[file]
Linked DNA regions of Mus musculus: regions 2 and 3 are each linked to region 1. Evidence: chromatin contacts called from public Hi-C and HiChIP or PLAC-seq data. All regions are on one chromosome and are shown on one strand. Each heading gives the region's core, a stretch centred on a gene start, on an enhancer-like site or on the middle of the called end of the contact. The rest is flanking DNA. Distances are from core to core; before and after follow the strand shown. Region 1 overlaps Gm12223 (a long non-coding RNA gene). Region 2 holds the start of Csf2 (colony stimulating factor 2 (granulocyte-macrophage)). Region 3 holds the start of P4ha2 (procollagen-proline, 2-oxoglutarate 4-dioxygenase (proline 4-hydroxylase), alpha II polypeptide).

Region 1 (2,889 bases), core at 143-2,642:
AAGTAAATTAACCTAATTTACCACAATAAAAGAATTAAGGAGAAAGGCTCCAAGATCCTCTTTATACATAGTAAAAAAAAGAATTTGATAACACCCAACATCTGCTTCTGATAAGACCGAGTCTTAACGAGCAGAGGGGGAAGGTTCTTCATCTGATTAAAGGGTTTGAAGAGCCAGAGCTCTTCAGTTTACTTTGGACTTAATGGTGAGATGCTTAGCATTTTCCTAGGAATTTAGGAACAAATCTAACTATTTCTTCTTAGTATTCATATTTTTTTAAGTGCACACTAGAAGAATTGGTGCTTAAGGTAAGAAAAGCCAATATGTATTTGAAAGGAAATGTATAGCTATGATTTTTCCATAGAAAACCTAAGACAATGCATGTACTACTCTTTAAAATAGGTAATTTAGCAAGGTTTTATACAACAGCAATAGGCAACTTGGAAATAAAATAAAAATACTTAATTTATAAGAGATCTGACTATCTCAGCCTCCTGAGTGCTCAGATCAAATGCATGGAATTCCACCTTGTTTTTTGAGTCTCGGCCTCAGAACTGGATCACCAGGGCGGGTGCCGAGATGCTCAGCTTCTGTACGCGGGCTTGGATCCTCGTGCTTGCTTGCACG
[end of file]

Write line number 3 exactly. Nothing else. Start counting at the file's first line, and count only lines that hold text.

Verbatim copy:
AAGTAAATTAACCTAATTTACCACAATAAAAGAATTAAGGAGAAAGGCTCCAAGATCCTCTTTATACATAGTAAAAAAAAGAATTTGATAACACCCAACATCTGCTTCTGATAAGACCGAGTCTTAACGAGCAGAGGGGGAAGGTTCTTCATCTGATTAAAGGGTTTGAAGAGCCAGAGCTCTTCAGTTTACTTTGGACTTAATGGTGAGATGCTTAGCATTTTCCTAGGAATTTAGGAACAAATCTAACTATTTCTTCTTAGTATTCATATTTTTTTAAGTGCACACTAGAAGAATTGGTGCTTAAGGTAAGAAAAGCCAATATGTATTTGAAAGGAAATGTATAGCTATGATTTTTCCATAGAAAACCTAAGACAATGCATGTACTACTCTTTAAAATAGGTAATTTAGCAAGGTTTTATACAACAGCAATAGGCAACTTGGAAATAAAATAAAAATACTTAATTTATAAGAGATCTGACTATCTCAGCCTCCTGAGTGCTCAGATCAAATGCATGGAATTCCACCTTGTTTTTTGAGTCTCGGCCTCAGAACTGGATCACCAGGGCGGGTGCCGAGATGCTCAGCTTCTGTACGCGGGCTTGGATCCTCGTGCTTGCTTGCACG